The service charge dilemma

Jon Slade, Director at Campbell Tickell, sets out the common issues with service charges and what organisations can do to improve them.

A good proportion of the briefs we read are about how service charges limit their scope to variations on the theme of ‘We want to reach a point where we know our sums are accurate.’ I always say in response that the organisation needs to be careful what it wishes for.

Once the service charge sums are accurate, you then harvest a whole world of subsequent issues, being those that matter most to customers: scope, cost, and quality of work.

If you take your car to the garage nowadays they simply plug a laptop in to your car, which tells them everything that is wrong, whether that is engine or electrics.

Well, service charges are like that laptop. Pushing for accurate and fair service charges will bring to the surface all sorts of service delivery issues spanning service specification, procurement, service delivery and contract management.

90% of the service charge issues that matter to customers are about running a good housing business, and lie outside the control of the service charge team.

The ‘Too Difficult’ box

 

Service charges could/should be like an in-house consultancy: empowered to drive towards good performance across teams they do not control. But instead all-too-often the issues get put in the box marked ‘Too Difficult’ and left alone.

The game-changer is building safety costs.Stack of pound coins on financial figures balance sheet We are seeing examples of significant costs being passed on to service charge bill payers. Without exception, if you sensitise a customer to an issue, you sharpen their focus on that issue. Though it may only be the fire safety costs that have changed, you will awaken interest in where other charges come from. This includes whether each bill item is where it should be in terms of service specification, quality of outcome and cost.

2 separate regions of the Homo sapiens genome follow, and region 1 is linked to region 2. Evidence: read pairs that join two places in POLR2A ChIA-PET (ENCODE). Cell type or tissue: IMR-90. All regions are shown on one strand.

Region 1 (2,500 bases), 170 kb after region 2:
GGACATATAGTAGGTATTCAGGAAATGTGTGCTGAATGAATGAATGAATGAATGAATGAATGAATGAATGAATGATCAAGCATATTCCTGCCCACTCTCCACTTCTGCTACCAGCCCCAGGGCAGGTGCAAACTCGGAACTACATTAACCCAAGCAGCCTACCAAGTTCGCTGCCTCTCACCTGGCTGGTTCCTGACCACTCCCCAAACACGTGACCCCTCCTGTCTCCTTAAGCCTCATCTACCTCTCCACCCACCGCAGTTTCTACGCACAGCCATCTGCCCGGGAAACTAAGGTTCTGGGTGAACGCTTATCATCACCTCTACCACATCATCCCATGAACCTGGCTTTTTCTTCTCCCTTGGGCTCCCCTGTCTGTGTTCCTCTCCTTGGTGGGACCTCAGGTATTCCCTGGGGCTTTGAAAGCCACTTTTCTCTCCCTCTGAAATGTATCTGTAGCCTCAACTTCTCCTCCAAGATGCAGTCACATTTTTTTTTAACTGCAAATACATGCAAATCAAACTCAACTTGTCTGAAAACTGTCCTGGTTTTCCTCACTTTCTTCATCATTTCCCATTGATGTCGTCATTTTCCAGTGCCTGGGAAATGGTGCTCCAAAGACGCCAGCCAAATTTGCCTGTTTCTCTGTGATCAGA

Every time I have seen service charge bill payers become actively unhappy the outcome is the same: scrutiny of many heads of charge; huge volumes of work; shortfalls in specification and/or procurement, and delivery and/or cost revealed.

Getting service charges right

 

Service charge bill payers want things that every executive team member wants too: an appropriate service specification; procured to achieve the best price; and delivered as per the specification with costs flowing through to bills accurately.

There exists a massive opportunity for service charge work to be a proactive change agent. But first you need to get it out of the box marked ‘Too Difficult’ and be willing to address the issues of practice, structure, influence and culture that put it in that box and left it there.

Strive for accuracy alone and you will reap a whirlwind of discontent. Strive for accuracy and appropriate quality of specification and outcome and service charges will be a beneficial force for change across your business.

To discuss any issues raised in this article contact Jon Slade on: jon.slade@campbelltickell.com

 

Campbell Tickell is an established multi-disciplinary management and recruitment consultancy, operating across the UK and Ireland, focusing on the housing, social care, local government, sport, leisure, charity and voluntary sectors.

We are a values-based business and firmly place the positioning of our support and challenge on helping organisations to attain change that is well thought through, planned and sustainable. At CT, we want to help organisations create the landscape within which we ourselves would like to exist: fair, inclusive, diverse, engaged and transparent. We build from our values in how we approach all our work as a practice.

Find out more about CT’s Services.

 

 



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